Saturday, September 13, 2008

You Don't Have To Be Gay To Love Mommie Dearest

You don't have to be gay to love Mommie Dearest, you only need have at least a made the passing acquaintance with childhood traumas like single motherhood, alcoholism, beatings and violence, disappointment, step-parents, obsessive demands, parent-child jealousy...a profoundly sad film with something to unsettle everyone. A quick survey of IMDB user comments shows a empathic outcry that many of their mothers were like Joan to some degree.

Joan the iconic bad Hollywood mother is at least as famous as Joan Crawford or Faye Dunaway ever were, or at least Faye Dunaway. This was the career killer to end them all because it was too intense for most people handle and were approaching it as The Joan Crawford Story or something.

Mommie Dearest is a glossy Hollywood production which inadvertedly does far more than it set out to do; distill the collective unconscious of parent-child trauma into a single unforgettable performance. The visceral gut feelings that result aren't usually found outside trash. Mommie Dearest wasn't even the first time that Hollywood big budget trash about the lifestyle of diva show business and its equally outrageous dark side became canonized into cult status by the gay community. One of them starring Joan Crawford and Bette Davis - the unforgettable Whatever Happened To Baby Jane?, another landmark in depicting the sadism of abusive has-beens (with familial ties, yet!)

Faye Dunaway and Joan Crawford's careers also share a palpable downfall, although whereas Joan headlined for lovable shlock peddlers like William Castle and Hammer Studios vet Freddie Francis...

Dunaway has been reduced to hideous direct-to-video studio garbage:

Mommie Dearest's other strength is the aforementioned vile vitriol for show business neurosis and insanity amongst its inhabitants, a subject few movies broached with any intent to shock with cynicism and brutality. This is on par with Todd Haynes' mondo Barbie underground biopic, Superstar: The Karen Carpenter Story. Need I say it? Haynes is gay as well.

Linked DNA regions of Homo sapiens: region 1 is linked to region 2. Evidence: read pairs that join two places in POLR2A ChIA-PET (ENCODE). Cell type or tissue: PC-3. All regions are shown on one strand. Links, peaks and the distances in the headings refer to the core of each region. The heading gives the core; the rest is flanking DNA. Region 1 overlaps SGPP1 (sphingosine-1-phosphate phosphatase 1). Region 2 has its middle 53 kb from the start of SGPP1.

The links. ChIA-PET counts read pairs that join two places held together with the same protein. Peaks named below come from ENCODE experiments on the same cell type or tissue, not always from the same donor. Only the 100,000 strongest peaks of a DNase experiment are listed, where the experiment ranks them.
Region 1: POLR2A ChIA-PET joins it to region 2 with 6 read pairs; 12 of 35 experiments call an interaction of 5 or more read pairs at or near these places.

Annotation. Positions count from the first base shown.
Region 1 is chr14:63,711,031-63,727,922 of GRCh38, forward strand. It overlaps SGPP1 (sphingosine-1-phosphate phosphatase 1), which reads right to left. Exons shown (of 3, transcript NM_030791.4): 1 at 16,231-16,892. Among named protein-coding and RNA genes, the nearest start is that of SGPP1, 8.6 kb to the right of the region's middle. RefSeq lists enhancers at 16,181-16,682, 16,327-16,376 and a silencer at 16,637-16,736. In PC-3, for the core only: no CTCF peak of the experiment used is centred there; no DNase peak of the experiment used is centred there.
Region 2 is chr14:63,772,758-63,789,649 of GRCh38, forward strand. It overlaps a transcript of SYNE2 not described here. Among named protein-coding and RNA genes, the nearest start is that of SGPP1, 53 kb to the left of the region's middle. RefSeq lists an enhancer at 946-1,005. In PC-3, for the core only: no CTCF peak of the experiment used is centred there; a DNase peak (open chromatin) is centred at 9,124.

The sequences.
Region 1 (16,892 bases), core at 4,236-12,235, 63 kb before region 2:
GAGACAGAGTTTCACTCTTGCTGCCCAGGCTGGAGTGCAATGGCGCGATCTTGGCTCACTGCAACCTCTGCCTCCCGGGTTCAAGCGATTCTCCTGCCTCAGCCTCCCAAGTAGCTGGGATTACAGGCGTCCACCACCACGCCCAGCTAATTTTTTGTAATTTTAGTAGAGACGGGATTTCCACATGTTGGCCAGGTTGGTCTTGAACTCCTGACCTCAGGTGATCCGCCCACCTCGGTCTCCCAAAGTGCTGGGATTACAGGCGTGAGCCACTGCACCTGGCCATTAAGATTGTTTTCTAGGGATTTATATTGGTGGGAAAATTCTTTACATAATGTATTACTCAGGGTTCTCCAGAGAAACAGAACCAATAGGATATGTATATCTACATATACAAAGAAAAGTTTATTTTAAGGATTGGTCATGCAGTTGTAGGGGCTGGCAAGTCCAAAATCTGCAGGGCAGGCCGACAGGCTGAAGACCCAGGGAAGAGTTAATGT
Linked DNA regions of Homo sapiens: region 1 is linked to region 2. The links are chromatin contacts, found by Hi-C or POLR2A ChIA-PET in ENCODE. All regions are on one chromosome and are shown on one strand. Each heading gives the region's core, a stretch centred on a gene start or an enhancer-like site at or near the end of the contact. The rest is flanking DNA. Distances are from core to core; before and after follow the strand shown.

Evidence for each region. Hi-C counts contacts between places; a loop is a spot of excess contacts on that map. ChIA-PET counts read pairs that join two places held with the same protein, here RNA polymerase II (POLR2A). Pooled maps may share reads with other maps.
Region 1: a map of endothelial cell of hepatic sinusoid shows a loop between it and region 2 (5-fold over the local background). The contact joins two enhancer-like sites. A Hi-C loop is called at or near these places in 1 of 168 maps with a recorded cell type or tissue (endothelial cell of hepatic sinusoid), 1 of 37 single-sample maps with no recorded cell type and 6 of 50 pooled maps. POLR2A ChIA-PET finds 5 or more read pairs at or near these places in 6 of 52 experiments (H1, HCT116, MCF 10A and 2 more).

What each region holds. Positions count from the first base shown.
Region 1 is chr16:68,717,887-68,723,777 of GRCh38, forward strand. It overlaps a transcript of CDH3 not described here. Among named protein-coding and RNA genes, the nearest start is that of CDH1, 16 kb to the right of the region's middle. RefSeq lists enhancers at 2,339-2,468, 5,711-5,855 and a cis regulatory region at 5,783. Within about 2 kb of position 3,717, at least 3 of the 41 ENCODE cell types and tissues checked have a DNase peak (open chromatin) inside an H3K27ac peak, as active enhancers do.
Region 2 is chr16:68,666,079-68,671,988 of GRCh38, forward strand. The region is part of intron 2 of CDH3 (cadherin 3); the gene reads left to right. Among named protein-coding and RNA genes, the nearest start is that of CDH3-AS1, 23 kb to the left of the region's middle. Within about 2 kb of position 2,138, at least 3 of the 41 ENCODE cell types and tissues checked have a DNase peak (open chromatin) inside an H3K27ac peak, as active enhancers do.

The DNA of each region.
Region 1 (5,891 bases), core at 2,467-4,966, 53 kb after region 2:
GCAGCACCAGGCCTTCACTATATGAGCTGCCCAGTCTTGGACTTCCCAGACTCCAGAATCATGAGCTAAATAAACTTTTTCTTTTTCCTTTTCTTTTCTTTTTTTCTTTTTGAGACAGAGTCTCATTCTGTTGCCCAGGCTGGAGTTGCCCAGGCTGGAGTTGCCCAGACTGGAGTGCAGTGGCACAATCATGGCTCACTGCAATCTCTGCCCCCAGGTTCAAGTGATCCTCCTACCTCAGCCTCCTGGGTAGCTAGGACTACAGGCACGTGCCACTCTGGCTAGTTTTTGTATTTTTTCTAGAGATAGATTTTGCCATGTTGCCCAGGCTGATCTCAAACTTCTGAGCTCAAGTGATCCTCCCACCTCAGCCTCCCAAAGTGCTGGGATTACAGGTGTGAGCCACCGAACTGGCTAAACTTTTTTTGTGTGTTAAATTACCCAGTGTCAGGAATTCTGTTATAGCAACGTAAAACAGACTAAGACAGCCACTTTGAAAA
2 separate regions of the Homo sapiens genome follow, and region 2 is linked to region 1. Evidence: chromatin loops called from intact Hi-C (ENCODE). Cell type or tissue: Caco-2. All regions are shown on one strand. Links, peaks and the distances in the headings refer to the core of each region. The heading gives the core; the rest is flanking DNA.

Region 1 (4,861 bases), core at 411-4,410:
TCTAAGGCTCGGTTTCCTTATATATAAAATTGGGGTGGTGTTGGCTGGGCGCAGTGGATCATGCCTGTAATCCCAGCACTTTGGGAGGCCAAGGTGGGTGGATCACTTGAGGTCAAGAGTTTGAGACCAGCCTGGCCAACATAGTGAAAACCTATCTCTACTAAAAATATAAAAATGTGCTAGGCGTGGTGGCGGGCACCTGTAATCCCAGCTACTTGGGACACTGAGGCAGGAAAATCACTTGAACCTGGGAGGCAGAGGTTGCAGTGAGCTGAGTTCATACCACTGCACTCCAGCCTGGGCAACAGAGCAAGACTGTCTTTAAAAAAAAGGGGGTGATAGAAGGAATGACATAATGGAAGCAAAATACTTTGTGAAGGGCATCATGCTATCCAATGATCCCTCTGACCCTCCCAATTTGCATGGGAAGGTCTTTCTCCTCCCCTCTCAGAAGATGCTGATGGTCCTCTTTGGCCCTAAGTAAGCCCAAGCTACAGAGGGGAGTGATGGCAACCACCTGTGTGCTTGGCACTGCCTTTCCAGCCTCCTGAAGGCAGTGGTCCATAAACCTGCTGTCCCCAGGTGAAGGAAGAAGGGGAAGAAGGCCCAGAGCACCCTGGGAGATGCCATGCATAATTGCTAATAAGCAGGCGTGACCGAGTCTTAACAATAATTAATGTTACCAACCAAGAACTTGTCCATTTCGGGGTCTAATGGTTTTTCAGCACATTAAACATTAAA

Extremely deft director Frank Perry juxtaposes two moods: The terror perpetual victim Christina Crawford must endure, Christ-like, after the initial euphoria of adoption and early childhood pass, and "the Hollywood star's life" as Joan Crawford obsessively lives by and shames her daughter with. The time when Hollywood invested in propaganda campaigns protecting the wholesome images of its stars has passed with the era of actual bona fide stars like Crawford, making Mommie Dearest all the more compelling as a period piece.

The period this film was made in was also a strange moment, Star Wars and Steven Spielberg films were ushering the age of the non-Oscar Bait adult dramatic film out the back door. The few remaining ones have a heavy layer of melancholy hanging over them. And the ones that did win Oscars...well, how depressing was Ordinary People?

For those who need one more tie between this film, the gay community and cult film legend, look no further than the facts that Paramount re-released the film within months as a Rocky Horror-esque cult event, and the current special edition DVD contains commentary by John "Pink Flamingos" Waters. Plus, you know, all the drag queens seen in Showgirls, another gay-preserved camp classic.

The condolences of every person at Pepsi-Cola are with you.

No comments: